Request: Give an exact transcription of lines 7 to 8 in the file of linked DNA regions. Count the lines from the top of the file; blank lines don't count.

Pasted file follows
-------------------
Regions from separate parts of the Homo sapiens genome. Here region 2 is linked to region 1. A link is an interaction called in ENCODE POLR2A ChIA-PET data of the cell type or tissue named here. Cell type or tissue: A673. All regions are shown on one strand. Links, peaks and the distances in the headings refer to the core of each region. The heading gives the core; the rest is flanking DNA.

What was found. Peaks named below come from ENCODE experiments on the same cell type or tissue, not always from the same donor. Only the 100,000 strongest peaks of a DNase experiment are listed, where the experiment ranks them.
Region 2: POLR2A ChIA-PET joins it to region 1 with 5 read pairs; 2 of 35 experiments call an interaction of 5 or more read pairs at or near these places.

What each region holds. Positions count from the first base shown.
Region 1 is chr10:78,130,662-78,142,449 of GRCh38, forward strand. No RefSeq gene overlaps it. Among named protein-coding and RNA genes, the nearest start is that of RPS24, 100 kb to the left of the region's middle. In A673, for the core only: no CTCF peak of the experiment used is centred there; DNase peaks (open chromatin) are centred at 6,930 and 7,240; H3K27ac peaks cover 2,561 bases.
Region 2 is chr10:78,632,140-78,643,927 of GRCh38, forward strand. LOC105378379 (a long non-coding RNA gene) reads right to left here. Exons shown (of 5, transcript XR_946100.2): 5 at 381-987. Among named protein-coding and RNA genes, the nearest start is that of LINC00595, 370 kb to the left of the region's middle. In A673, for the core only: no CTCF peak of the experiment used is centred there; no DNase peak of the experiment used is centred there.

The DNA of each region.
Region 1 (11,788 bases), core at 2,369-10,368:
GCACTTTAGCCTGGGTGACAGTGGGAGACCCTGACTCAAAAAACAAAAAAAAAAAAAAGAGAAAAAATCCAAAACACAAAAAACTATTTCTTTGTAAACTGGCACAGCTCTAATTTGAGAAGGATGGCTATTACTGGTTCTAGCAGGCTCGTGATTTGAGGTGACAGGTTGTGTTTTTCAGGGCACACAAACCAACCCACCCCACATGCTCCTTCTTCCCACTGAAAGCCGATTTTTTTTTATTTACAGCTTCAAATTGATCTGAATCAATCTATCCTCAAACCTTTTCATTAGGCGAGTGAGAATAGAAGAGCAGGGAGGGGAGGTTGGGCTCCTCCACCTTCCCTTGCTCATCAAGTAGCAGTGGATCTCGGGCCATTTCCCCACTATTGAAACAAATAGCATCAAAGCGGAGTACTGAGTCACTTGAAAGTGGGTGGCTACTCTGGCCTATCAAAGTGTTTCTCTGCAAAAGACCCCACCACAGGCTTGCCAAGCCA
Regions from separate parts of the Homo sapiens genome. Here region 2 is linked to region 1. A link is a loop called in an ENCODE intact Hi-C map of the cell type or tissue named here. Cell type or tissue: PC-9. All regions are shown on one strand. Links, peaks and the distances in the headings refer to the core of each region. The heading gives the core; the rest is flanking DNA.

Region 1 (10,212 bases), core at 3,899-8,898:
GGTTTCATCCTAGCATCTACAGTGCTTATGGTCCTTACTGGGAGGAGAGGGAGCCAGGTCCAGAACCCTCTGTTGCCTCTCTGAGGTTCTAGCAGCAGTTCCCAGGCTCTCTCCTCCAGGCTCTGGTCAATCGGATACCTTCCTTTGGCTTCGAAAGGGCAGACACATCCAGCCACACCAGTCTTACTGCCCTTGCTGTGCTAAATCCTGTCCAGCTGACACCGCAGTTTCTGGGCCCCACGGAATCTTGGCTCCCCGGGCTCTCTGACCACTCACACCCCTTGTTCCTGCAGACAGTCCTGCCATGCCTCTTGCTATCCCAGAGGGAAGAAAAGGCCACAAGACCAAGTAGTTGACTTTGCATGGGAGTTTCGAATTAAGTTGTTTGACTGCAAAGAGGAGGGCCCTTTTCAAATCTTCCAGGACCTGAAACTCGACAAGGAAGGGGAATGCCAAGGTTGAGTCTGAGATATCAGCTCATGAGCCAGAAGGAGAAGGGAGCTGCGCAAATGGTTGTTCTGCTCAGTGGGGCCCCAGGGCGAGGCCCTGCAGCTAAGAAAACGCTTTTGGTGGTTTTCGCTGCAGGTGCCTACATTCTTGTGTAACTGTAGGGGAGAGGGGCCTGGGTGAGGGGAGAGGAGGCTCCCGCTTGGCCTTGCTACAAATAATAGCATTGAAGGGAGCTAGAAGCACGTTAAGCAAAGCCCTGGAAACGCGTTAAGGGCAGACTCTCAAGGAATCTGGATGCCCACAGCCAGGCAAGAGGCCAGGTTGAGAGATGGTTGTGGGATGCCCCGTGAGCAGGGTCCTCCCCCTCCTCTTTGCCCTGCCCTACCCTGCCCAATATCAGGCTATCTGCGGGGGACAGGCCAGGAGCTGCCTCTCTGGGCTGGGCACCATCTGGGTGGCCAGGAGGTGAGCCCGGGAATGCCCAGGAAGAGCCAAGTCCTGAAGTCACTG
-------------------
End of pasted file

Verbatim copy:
The DNA of each region.
Region 1 (11,788 bases), core at 2,369-10,368: